Can Putin Survive?
The Lessons of the Soviet Collapse
IRONICALLY enough the capitalist countries have obligingly tobogganed into the depths of the depression just in time to give the Bolsheviks a breathing spell when they need it most -- to consolidate their gains in a period of slackened tempo, to arouse fresh enthusiasm among the industrial troops by giving more attention to human needs, and to hasten the training of personnel for the plant already constructed. Further, as if to give point to the contrast between their labor shortage and the "panic of unemployment" elsewhere, the Bolsheviks -- adopting the grand manner -- have attempted in recent months to raise the standard of living and to promote "world revolution," not by aggression, but by example.
This does not mean that Soviet Russia has entirely escaped the depression. It does mean, however, that the Bolsheviks have continued their advance, though more slowly than anticipated, despite the derangement of their export-import plans caused by falling world prices. Abroad, meanwhile, a number of academic groups and governments are studying the feasibility of adopting planning in emulation of Russia. But even a cursory examination discloses that the Bolsheviks have created in Russia three factors which do not exist to like extent elsewhere: a. a great national objective: to socialize and industrialize a backward country; b. a foreign trade monopoly: to shut off the planning system from the disastrous fluctuations of currency exchange; c. a coercive power, the centrally controlled police: to combat economic individualism and other forms of opposition to what the plan lays down as essential. Moreover, the development of Russia's economic life, year by year, is scientifically planned. Through all the cycles, whether marked by socialistic or capitalistic methods, constant revolutionary ends are kept in view -- the achievement of a socialized economy, unified in plan and control, operating in a class-less society, and the attainment of prosperity and a high cultural level for society as a whole.
Can we recognize in the recent extension of capitalistic methods in Soviet Russia the beginnings of a new cycle? The evidence does not indicate that it is the end of the transition period and the true beginning of socialism, as proclaimed in Moscow. Nor, on the other hand, is it a retreat to capitalism, as alleged by the foreign press. Rather is it a period of consolidation, following naturally the periods of destruction, rehabilitation, and feverish reconstruction through which the revolution has passed. To understand it we must understand those previous periods, in which the alternation in emphasis was somewhat as follows:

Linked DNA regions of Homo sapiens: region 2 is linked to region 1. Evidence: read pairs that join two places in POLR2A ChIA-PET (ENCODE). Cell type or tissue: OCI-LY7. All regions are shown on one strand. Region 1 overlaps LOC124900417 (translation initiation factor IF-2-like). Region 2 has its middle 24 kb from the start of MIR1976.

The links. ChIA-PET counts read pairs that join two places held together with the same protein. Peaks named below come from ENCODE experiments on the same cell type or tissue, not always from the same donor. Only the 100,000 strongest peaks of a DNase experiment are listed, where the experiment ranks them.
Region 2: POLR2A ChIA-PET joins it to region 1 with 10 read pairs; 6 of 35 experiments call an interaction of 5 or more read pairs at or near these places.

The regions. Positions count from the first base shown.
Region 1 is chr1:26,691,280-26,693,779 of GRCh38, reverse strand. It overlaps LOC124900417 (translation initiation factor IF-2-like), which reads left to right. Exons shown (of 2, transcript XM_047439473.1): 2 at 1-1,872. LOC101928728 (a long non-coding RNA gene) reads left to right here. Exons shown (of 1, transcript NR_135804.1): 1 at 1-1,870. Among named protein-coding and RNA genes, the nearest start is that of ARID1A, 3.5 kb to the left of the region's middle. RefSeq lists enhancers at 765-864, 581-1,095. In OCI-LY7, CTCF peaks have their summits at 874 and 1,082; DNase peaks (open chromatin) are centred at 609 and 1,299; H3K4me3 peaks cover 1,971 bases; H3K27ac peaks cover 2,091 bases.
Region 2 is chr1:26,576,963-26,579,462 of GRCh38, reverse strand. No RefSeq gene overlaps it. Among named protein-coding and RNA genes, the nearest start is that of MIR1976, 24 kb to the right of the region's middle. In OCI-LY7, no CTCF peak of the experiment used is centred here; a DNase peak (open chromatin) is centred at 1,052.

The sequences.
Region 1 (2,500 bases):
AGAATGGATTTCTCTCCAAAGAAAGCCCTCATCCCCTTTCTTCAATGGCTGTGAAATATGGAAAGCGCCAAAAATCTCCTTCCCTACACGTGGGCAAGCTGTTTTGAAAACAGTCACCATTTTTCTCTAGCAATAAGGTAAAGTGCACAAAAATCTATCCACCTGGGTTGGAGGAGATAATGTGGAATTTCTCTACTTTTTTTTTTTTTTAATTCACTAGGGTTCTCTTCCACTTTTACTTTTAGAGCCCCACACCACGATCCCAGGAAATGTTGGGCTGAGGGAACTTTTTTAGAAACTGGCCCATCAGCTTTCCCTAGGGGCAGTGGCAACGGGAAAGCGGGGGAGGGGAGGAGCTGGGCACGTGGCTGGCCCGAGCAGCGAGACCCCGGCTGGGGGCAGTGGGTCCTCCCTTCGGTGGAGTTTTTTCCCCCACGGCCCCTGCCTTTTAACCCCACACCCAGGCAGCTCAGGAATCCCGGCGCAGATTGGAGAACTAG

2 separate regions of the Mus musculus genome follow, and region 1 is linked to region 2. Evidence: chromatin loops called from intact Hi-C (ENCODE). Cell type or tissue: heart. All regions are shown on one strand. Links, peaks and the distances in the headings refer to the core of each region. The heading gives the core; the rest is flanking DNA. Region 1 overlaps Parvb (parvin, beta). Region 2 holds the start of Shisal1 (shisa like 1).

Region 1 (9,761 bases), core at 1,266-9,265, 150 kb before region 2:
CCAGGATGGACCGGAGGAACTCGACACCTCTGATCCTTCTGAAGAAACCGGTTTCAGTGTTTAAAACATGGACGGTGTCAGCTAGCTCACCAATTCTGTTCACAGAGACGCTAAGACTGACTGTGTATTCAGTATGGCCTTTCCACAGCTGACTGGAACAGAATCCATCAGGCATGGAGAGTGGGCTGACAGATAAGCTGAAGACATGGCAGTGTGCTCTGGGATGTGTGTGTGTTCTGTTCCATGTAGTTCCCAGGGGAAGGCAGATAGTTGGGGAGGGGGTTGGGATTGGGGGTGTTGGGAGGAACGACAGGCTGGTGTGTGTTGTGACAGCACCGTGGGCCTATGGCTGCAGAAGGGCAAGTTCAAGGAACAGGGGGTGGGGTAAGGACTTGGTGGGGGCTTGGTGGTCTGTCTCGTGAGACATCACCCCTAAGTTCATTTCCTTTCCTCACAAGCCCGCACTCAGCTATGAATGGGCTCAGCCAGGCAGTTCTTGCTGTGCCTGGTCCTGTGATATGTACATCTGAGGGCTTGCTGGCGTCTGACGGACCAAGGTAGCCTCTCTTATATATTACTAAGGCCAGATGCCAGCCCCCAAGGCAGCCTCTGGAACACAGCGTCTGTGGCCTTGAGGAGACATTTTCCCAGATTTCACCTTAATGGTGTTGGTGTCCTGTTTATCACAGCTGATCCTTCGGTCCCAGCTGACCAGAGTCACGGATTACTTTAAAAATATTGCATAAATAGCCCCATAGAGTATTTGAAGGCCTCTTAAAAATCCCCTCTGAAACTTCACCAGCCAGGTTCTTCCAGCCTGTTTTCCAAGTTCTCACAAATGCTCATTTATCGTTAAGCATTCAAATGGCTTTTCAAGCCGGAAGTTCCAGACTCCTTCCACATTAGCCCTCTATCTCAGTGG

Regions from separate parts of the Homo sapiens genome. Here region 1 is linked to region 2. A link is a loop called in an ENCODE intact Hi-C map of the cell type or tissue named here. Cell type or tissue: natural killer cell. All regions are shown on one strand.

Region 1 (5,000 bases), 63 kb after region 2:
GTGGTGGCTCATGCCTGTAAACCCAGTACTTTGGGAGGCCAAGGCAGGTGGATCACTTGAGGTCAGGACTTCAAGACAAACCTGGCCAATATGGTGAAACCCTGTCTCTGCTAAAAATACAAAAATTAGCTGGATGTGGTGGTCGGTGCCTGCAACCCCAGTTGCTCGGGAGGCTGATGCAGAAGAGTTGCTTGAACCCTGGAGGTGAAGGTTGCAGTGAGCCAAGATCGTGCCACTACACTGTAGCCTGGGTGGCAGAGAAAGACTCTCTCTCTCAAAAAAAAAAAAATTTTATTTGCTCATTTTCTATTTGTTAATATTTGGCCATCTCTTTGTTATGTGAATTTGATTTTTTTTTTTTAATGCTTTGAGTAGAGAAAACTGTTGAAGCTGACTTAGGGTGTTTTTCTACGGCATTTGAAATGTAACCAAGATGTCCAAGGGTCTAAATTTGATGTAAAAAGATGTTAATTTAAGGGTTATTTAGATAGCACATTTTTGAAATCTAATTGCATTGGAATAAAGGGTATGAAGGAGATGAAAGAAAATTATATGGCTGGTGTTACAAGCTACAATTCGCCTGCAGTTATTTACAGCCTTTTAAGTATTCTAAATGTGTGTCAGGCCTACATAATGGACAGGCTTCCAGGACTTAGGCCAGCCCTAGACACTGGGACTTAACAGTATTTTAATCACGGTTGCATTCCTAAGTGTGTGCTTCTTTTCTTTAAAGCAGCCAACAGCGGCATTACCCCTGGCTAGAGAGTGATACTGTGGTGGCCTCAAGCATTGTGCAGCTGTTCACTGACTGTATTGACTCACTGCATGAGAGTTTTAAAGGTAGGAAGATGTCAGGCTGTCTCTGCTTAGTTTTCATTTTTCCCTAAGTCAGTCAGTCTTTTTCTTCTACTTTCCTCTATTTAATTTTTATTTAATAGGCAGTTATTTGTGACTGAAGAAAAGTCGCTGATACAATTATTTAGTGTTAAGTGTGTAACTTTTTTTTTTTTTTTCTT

First cycle, Military Communism, 1917-21. Emphasis of state policy on socialistic methods; intense class war, centralization of control, prohibition of individualism, attempt at moneyless accounting; destruction of the capitalist order.
Second cycle, NEP, 1921-28. Emphasis of state policy on capitalistic methods; abatement of class war, decentralization of control, semi-toleration of individualism (competition between the socialized and private sectors), return of money and commercial accounting; rehabilitation of economic life.
Third cycle, Socialist Offensive, 1928-31. Emphasis of state policy on socialistic methods; reintensification of class war, recentralization of control, renewed attempt at moneyless accounting within the socialized sector; reconstruction along socialistic lines.
The first Five Year Plan called for concentration of effort on plant and producers' goods; the welfare of Soviet citizens was sacrificed. The Bolsheviks claim that the country has now been transferred from a predominantly agricultural to a predominantly industrial basis; that the stage is now set for socialism (by which they mean that economy is mostly socialized, planned, and controlled, and that society is practically reduced to one class with a new gradation based, not on possessions, but on service to the state); and that, therefore, the first part of the original program is substantially realized. Stalin announced last summer that "the main problem of the revolution has been solved." This accomplished, there came another turn of the wheel.